Automobile wholesales recorded an uptick in August with positive momentum in growth across all categories barring passenger vehicles, where acute supply shortages of semiconductor chips impacted production3. The bottlenecks arise at a crucial juncture, ahead of the 32- day festival season.

Retail sales of motor vehicles registered growth over a low base in August last year, but contracted sequentially in relation to July 2021 due to contraction in respect of non-transport vehicles as pent-up demand declined and customers waited for festival discounts. Further moderation occurred in the first week of September (Chart 15b and c). Rural demand remained upbeat, with two wheelers reverting to pre-pandemic levels after the blip recorded during the second wave of the pandemic. Tractor sales recorded a seasonal decline in domestic sales as the kharif season came to an end. Sales of motorcycles remained robust, while sales of three wheelers picked up to about 60 per cent of pre-pandemic levels (Chart 15d). With monsoons normal and sowing gaining traction, industry experts remain bullish on the segment, expecting a good sales run in the coming months.

Chart 14

Chart 15

In the services sector, Indian Railways freight continued to be impressive, marking an increase of 16.9 per cent in August (110 million tonnes) over its level a year ago. Even though it registered a decline on a m-o-m basis, it improved by 21.5 per cent over the pre-pandemic level of August 2019. Of the major commodities, cement freight recorded a sequential improvement in August (Chart 17). Normalised to February 2020 levels, high frequency indicators of construction activity - steel consumption and cement production - remained below the baseline: however, cement production registered growth above pre-pandemic levels (Chart 16).

Among various infrastructure segments, roads received the highest government projects worth ₹22,200 crore in January-July 2021 – three times compared with the corresponding period of the previous year. This, together with improving execution, increasing labour availability and timely release of payments by the government, augurs well for road construction companies going ahead.4

Chart 16

In the aviation sector, the cargo segment continued to outperform the passenger segment in August. While some uptick was recorded in domestic passenger segment, with traffic increasing to 40 per cent vis-à-vis pre-pandemic levels in February 2020, international passenger segment remained dismal at only about 15 per cent of pre-pandemic traffic (Chart 17b).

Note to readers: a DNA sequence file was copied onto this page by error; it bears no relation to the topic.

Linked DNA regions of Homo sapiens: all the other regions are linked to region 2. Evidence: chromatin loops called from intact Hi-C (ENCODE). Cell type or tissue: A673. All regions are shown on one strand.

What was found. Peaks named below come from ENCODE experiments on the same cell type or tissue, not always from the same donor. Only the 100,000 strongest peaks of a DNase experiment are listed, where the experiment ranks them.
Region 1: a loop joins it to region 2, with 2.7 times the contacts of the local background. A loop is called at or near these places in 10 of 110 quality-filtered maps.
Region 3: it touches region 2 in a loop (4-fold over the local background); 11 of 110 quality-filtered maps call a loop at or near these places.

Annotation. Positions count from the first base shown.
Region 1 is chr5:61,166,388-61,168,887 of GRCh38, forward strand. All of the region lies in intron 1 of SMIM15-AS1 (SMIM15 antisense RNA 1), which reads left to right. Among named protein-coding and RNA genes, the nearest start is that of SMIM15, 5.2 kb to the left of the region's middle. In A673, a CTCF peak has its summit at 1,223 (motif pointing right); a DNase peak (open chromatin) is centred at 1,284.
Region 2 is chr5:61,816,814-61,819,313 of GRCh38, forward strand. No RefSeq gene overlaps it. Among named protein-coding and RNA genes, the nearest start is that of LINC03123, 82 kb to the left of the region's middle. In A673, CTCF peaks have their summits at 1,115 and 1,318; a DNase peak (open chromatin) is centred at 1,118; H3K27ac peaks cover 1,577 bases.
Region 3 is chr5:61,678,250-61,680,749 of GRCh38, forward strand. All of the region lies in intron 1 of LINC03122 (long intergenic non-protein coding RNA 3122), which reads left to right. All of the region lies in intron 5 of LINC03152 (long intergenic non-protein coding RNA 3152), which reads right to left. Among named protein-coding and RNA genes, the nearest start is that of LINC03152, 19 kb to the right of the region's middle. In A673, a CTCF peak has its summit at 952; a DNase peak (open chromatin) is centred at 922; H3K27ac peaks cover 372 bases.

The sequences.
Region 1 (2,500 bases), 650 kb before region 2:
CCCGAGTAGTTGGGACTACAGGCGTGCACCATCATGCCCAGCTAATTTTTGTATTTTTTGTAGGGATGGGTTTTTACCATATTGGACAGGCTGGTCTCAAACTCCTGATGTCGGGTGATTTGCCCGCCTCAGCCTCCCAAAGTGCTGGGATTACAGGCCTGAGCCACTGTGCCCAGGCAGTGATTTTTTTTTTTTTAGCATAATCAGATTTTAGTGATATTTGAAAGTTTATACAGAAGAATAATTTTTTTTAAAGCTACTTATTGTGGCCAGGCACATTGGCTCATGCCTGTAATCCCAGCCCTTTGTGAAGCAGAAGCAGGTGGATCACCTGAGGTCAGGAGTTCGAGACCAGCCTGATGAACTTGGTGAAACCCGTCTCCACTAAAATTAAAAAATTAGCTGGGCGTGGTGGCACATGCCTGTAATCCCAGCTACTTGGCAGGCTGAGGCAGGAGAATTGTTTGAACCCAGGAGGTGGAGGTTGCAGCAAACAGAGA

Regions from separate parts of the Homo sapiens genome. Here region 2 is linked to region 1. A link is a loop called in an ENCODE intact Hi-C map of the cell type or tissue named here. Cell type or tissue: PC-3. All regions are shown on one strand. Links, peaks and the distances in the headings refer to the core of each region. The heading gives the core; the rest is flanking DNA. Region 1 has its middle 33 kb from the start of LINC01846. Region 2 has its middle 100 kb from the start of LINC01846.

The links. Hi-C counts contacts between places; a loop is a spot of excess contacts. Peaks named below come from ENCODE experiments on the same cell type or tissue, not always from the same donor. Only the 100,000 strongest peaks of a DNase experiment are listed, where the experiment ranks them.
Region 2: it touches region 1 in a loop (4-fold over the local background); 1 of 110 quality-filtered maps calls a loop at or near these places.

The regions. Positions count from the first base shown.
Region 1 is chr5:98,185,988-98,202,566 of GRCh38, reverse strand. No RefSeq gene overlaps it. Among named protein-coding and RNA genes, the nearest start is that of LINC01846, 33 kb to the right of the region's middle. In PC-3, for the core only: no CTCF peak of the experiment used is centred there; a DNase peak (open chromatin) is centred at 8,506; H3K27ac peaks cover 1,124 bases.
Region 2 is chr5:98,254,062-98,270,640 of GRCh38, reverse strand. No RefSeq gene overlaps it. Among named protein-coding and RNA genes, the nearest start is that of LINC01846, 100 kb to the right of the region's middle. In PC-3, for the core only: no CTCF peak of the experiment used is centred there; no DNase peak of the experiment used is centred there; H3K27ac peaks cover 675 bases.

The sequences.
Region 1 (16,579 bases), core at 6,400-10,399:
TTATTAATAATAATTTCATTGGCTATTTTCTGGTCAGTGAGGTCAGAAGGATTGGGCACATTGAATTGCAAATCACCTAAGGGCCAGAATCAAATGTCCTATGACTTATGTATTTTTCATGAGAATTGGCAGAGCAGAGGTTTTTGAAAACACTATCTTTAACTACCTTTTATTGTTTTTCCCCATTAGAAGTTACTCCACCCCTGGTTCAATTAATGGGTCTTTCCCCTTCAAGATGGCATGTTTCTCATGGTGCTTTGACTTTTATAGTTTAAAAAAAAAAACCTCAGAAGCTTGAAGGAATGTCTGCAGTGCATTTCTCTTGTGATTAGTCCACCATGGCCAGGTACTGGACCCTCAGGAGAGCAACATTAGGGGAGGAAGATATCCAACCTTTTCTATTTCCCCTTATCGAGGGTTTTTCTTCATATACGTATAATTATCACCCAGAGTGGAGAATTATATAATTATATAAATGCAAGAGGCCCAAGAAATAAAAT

The fast-moving consumer goods (FMCG) sector surged in August 2021, with demand for goods remaining broad-based across regions. Notwithstanding supply constraints, most FMCG companies registered an uptick in footfalls in the second and third week of August. With the festival season nearing, companies expect a pick-up in sales in September 2021 going well beyond pre-pandemic levels.5

As per the household survey of the Centre for Monitoring Indian Economy (CMIE), the labour participation rate at 40.5 per cent in August 2021 has recovered to January 2021 levels, but there was an increase in the unemployment rate from 7 per cent in July 2021 to 8.3 per cent in August 2021 (Chart 18). Weekly labour market indicators suggest that the unemployment rate fell significantly to 7.35 per cent and the labour participation rate improved marginally to 40.87 per cent in the second week of September 2021.

Chart 17

Chart 18

Organised sector labour market data, as captured by the Employees’ Provident Fund Organisation (EPFO) and the Employees’ State Insurance Corporation (ESIC), show that the impact of the second wave has been relatively muted (Chart 19).

Chart 19

The employment sub-index of the PMI reveals a mixed picture. While the sub-index for manufacturing reverted to a marginal contraction at 49.9 in August 2021 after expanding marginally at 50.6 in July 2021, the rate of job shedding in services moderated from 47.5 in July 2021 to 49.5 in August 2021 (Chart 20).

During April-July, the fiscal deficit of the Centre remained contained at 21.3 per cent of budget estimates (BE), on the back of buoyant tax revenues and lower revenue expenditure (Chart 21a). Capital expenditure registered a growth of 14.8 per cent relative to the same period a year ago, led by the Ministry of Road Transport and Highways which has exhausted 44.7 per cent of its budgeted capital expenditure for 2021-22 (Chart 21b).

Capital creation and infrastructure development have received a boost with the launch of the National Monetisation Pipeline (NMP). Asset monetisation, which entails license/lease of a government-owned asset to a private sector entity for a limited period, unlocks the value of public investment from infrastructure by tapping private sector capital. The funds so received by the government could be reinvested in new infrastructure or deployed for other developmental purposes.

Chart 20

The NMP envisages an aggregate monetisation potential of ₹6.0 lakh crore over a four-year period from 2021-22 to 2024-25, of which ₹0.88 lakh crore is projected to be garnered in the current financial year. The top 5 sectors estimated to generate maximum value include: roads (27 per cent); railways (26 per cent); power (15 per cent); oil and gas pipelines (8 per cent); and telecom (6 per cent) [Chart 22].